Judges 19 still has a hold on me. This passage that I initially found to be incredibly disturbing, has spoken to me in a myriad of ways over the last few weeks. Click below to read the passage for yourself.
Surely the Lord GOD does nothing unless he reveals His secret to His servants the prophets. Amos 3:7
Although no prophet is specifically mentioned in this text, I believe there are a few prophetic principles on display.
Immediately upon reading the passage, I wondered why the man’s father-in-law kept him so long. They had never met before (Judges 19:3) He may have simply enjoyed the young man’s company. He may have wanted to keep his daughter with him for as long as possible. (The daddy-daughter bond is nearly unbreakable. I think of how my husband looks at our two daughters. For a more public example, watch how Stephen Curry and Riley Curry interact in those post-game interviews.) But I believe, the father-in law had a hunch, an unsettling in his spirit about what would happen once the couple left his home.
I wondered if the weary servant had a bad feeling about Gibeah. I wonder if his suggestion to turn in to a nearby territory was based on his physical exhaustion or his spiritual intuition, or most like some combination of the two.
So then the first lesson on prophecy from this passage is that it may not be delivered as expected. There isn’t always a talking donkey or a burning bush. There may not be lightening, or even a laying on of hands. Sometimes, it’s a still small voice, an unexpected call from a friend, an unexpected delay.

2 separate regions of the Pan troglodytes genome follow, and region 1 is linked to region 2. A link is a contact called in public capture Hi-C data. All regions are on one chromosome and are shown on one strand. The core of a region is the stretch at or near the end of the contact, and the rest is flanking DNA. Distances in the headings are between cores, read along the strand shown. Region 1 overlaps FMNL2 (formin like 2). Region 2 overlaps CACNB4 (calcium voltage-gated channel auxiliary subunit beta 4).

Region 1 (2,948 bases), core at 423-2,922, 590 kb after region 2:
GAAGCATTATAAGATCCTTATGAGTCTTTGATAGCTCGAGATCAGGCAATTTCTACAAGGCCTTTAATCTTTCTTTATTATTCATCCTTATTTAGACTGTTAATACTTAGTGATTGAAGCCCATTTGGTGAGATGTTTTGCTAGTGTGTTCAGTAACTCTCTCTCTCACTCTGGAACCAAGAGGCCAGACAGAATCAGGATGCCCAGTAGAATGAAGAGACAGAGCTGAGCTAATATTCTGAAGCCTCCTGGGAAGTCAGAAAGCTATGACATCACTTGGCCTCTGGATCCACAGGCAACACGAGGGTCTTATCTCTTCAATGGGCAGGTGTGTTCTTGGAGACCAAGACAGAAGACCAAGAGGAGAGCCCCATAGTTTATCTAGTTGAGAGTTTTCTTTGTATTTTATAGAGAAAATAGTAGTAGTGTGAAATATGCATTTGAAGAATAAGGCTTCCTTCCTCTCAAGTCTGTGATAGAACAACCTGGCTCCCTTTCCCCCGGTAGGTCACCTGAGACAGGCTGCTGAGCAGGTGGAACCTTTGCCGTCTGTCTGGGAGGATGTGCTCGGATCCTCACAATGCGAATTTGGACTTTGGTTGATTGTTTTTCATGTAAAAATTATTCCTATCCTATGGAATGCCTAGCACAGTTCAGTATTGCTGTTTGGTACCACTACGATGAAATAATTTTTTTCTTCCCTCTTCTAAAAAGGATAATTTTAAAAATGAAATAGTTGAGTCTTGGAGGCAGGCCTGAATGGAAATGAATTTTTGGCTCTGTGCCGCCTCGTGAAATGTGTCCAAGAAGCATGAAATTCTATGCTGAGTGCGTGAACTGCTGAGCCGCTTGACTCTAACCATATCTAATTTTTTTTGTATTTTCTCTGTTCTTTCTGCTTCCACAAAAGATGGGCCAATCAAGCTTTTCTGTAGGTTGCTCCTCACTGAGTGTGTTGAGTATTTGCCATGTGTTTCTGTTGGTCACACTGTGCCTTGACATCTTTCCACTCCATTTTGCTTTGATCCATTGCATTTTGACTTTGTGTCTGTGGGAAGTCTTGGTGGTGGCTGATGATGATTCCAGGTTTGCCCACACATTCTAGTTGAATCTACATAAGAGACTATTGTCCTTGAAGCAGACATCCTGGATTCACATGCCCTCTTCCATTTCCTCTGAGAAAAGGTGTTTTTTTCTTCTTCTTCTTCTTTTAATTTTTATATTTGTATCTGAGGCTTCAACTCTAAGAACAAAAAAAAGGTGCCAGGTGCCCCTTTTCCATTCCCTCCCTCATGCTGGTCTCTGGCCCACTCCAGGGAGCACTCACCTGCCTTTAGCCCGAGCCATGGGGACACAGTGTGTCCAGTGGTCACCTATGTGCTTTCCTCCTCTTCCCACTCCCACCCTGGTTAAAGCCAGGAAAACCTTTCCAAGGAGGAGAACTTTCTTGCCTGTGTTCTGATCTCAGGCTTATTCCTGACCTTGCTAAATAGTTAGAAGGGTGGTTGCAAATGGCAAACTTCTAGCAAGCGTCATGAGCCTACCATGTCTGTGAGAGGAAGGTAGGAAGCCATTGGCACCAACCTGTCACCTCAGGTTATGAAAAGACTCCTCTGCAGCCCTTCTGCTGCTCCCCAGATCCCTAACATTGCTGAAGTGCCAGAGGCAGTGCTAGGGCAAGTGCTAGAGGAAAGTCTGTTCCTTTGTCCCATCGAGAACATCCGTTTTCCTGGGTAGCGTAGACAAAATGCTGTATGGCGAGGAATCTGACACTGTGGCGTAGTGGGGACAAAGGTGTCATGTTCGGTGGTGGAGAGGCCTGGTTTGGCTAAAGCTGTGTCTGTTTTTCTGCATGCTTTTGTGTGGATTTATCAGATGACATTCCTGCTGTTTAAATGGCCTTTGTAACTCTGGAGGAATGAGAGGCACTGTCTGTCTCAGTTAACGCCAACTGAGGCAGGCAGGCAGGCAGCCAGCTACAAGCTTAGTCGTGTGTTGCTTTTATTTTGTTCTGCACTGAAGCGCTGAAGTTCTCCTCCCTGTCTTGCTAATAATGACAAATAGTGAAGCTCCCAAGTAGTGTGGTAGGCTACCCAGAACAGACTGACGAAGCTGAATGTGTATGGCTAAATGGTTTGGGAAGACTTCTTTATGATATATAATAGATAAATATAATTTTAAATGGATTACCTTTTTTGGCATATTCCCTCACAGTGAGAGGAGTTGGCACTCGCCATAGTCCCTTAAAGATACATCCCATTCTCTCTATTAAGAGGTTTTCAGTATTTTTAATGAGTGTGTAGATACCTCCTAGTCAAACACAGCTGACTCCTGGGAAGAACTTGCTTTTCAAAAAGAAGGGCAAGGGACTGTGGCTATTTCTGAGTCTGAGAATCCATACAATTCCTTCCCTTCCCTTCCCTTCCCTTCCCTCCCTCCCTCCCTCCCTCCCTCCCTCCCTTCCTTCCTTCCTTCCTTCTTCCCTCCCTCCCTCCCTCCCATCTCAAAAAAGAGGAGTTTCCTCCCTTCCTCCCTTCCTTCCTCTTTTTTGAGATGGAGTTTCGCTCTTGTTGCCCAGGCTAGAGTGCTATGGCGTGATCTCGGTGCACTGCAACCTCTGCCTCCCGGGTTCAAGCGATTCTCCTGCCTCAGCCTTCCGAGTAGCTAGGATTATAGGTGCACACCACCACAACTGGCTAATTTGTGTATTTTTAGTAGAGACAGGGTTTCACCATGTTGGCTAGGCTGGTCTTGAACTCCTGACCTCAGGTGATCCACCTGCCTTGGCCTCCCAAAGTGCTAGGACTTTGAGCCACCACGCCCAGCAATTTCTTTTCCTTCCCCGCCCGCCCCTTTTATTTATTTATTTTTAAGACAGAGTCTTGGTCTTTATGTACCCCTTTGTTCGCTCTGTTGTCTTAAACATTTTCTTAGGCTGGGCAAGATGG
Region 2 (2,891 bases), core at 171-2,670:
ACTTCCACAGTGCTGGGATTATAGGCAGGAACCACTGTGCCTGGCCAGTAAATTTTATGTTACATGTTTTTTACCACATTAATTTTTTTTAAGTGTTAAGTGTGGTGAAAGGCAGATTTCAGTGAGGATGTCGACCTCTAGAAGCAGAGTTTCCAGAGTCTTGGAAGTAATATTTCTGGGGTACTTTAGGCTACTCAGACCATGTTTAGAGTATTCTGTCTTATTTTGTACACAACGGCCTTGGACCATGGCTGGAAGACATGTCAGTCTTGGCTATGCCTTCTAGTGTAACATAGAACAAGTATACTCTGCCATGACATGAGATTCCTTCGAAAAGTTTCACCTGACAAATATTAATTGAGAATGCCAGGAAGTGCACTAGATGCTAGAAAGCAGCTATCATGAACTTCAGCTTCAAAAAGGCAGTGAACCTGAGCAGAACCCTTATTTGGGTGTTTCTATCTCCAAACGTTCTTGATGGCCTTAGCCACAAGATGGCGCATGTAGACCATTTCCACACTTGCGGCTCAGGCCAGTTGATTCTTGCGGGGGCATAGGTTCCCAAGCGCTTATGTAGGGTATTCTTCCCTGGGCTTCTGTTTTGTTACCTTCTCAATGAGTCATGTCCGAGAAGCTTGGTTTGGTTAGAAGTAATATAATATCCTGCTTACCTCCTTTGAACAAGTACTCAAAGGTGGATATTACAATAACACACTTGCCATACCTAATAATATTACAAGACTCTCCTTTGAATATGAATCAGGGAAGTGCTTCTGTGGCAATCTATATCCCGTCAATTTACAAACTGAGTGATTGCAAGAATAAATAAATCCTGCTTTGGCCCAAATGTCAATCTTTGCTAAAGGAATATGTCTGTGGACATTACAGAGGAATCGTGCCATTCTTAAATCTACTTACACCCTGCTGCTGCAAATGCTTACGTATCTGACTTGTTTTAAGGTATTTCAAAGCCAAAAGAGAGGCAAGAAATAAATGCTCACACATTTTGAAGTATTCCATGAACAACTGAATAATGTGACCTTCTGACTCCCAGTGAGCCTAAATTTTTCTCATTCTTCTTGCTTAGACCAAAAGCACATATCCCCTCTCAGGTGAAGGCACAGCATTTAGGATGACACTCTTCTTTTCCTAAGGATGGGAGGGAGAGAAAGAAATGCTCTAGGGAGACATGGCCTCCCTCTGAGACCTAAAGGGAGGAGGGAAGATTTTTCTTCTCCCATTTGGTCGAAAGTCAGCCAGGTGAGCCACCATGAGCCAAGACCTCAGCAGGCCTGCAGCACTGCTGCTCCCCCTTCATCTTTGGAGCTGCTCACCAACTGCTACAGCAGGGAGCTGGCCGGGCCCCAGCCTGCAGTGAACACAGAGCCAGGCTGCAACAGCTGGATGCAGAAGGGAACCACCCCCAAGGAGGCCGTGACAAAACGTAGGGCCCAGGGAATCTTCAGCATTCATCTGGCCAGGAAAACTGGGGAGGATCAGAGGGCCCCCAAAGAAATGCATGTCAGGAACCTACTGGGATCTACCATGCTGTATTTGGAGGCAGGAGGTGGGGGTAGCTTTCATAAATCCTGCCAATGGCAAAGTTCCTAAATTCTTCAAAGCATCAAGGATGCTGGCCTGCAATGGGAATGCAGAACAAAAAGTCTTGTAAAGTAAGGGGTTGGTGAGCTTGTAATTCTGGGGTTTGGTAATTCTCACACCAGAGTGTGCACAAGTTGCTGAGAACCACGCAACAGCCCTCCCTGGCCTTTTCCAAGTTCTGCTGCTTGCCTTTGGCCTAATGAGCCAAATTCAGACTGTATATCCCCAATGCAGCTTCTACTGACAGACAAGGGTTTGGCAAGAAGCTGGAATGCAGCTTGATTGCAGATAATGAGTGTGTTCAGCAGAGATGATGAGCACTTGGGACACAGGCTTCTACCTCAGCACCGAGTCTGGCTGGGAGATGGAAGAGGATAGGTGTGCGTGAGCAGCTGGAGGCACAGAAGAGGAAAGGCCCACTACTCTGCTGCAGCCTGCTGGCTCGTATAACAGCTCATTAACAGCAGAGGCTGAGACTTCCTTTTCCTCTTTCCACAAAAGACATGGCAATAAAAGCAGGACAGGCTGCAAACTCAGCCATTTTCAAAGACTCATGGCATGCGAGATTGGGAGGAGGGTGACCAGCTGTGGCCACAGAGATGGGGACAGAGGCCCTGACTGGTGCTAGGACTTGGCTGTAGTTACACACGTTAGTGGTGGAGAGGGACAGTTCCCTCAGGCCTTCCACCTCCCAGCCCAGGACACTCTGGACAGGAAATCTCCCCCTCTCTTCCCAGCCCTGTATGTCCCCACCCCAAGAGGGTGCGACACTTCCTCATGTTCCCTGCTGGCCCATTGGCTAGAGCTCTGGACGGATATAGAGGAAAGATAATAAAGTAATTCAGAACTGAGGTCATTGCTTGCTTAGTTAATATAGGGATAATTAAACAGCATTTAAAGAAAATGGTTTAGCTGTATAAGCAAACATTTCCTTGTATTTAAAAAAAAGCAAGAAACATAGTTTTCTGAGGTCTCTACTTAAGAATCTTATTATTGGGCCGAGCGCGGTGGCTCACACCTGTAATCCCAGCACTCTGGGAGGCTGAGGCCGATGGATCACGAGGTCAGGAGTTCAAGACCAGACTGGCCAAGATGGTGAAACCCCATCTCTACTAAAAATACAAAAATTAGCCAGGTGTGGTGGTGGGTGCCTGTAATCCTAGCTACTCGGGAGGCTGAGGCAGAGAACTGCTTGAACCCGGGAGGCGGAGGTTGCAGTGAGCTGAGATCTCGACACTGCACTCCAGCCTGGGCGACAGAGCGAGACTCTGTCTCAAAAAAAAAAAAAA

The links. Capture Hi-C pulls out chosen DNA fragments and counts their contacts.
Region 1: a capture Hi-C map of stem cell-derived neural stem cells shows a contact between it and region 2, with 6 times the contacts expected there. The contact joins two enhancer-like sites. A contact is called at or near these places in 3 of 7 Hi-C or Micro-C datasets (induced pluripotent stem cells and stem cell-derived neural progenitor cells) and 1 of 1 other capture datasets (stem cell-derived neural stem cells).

Prophets don’t always wear robes, sackcloth and ashes. I believe God can use any thing and anybody. So then, a prophetic word could be delivered by my father-in-law or my maid (I wish!!). But beyond that, God is not limited to resources and people in my immediate circle, so that I must be open to receiving prophecy from any source. He may use someone from another race, another religion. HE has even used another species to deliver his word. My job is to receive it, however it shows up.
The second principle of prophecy that I glean from the above examples, is the importance of being clear. The prophet’s primary job is to deliver the word of God to the people of God. If that word is unclear, it could be disastrous. Let’s say that both the servant and the father-in-law had prophetic premonitions. Neither spoke to him in a manner that would have stopped his travel. Their methods were left up to interpretation.
The Bible says “Let your yes be yes and your no be no.” Matthew 5:37. Might this young woman have been spared if her father had said to the Levite, “Do not go. I fear I will never see my daughter again. Might she have been saved if the servant said to his master, “I do not think Gibeah will welcome us.”
This is all conjecture of course. God may not have spoken to either man. In which case, their silence is best.
I do not know what modern-day prophets look like. (Hopefully, not like those shows on TV). But I do know that carrying the weight of the word is not always an easy task. Yes, sometimes the prophet gets to proclaim the year of the Lord’s favor”, or tell of the coming Messiah. But sometimes, the prophet has to foretell periods of captivity, death and destruction.
Bad news is not easy to hear, but it is even harder to deliver. So let us honor those with prophetic voices. Let us prepare to hear whAt they have to say, and let us act accordingly.
However and by whomever the Lord sends His word, let us all be willing to receive it.